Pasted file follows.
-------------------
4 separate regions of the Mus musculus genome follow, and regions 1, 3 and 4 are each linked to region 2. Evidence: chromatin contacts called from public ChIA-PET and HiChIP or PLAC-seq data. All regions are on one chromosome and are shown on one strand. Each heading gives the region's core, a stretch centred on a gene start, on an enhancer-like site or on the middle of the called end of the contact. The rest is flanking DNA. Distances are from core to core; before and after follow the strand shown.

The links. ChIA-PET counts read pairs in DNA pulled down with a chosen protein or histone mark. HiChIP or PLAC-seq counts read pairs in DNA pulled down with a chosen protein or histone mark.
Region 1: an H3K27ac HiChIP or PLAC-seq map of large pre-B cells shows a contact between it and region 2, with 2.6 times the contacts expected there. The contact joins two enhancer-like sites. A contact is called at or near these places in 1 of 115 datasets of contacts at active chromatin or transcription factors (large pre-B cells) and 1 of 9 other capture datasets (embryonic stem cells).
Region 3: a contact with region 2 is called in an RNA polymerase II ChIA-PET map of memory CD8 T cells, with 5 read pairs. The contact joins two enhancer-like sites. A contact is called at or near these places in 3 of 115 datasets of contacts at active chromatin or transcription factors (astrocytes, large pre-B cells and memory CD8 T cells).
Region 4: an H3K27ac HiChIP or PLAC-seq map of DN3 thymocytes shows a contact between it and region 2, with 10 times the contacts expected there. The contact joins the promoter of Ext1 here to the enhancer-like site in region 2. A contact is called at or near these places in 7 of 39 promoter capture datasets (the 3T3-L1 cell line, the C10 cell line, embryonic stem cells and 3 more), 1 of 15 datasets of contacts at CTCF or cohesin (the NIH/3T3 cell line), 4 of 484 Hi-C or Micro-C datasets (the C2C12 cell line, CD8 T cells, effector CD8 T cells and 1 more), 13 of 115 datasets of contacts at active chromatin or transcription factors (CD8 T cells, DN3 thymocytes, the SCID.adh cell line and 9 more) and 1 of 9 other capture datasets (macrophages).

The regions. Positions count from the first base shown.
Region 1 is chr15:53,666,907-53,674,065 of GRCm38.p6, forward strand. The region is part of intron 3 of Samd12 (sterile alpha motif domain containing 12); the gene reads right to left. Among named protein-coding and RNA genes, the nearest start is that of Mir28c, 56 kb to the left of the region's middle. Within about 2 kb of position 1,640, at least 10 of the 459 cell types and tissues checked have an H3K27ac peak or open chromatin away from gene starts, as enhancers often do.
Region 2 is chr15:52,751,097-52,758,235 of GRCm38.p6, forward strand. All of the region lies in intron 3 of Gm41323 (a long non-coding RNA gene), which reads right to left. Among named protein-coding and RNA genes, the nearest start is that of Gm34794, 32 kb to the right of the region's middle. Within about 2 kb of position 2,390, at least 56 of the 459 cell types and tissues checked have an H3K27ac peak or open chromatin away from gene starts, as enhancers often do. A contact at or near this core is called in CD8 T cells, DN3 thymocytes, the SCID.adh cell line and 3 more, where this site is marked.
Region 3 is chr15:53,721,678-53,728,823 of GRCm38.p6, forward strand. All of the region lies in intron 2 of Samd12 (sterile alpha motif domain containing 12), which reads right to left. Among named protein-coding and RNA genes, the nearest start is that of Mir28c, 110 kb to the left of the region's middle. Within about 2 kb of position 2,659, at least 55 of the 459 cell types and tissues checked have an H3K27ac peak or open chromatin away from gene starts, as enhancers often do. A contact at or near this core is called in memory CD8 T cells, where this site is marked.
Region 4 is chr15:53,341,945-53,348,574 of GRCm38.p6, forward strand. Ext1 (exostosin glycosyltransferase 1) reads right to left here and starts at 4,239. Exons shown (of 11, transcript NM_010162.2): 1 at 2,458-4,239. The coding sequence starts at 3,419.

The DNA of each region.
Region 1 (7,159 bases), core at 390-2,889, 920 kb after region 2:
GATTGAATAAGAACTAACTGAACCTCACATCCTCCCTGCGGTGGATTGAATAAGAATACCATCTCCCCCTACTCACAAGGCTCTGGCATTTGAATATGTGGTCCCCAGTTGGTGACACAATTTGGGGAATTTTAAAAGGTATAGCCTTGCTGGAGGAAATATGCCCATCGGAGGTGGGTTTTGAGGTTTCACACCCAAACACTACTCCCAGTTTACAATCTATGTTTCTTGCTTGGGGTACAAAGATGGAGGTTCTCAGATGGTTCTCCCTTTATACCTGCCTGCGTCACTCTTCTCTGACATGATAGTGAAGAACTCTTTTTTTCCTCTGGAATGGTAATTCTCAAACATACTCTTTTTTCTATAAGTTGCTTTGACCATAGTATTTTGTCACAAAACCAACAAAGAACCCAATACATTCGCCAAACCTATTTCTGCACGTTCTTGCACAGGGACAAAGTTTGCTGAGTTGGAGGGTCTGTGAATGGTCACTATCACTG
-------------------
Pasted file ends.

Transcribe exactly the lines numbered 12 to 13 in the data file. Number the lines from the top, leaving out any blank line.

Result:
Region 1 (7,159 bases), core at 390-2,889, 920 kb after region 2:
GATTGAATAAGAACTAACTGAACCTCACATCCTCCCTGCGGTGGATTGAATAAGAATACCATCTCCCCCTACTCACAAGGCTCTGGCATTTGAATATGTGGTCCCCAGTTGGTGACACAATTTGGGGAATTTTAAAAGGTATAGCCTTGCTGGAGGAAATATGCCCATCGGAGGTGGGTTTTGAGGTTTCACACCCAAACACTACTCCCAGTTTACAATCTATGTTTCTTGCTTGGGGTACAAAGATGGAGGTTCTCAGATGGTTCTCCCTTTATACCTGCCTGCGTCACTCTTCTCTGACATGATAGTGAAGAACTCTTTTTTTCCTCTGGAATGGTAATTCTCAAACATACTCTTTTTTCTATAAGTTGCTTTGACCATAGTATTTTGTCACAAAACCAACAAAGAACCCAATACATTCGCCAAACCTATTTCTGCACGTTCTTGCACAGGGACAAAGTTTGCTGAGTTGGAGGGTCTGTGAATGGTCACTATCACTG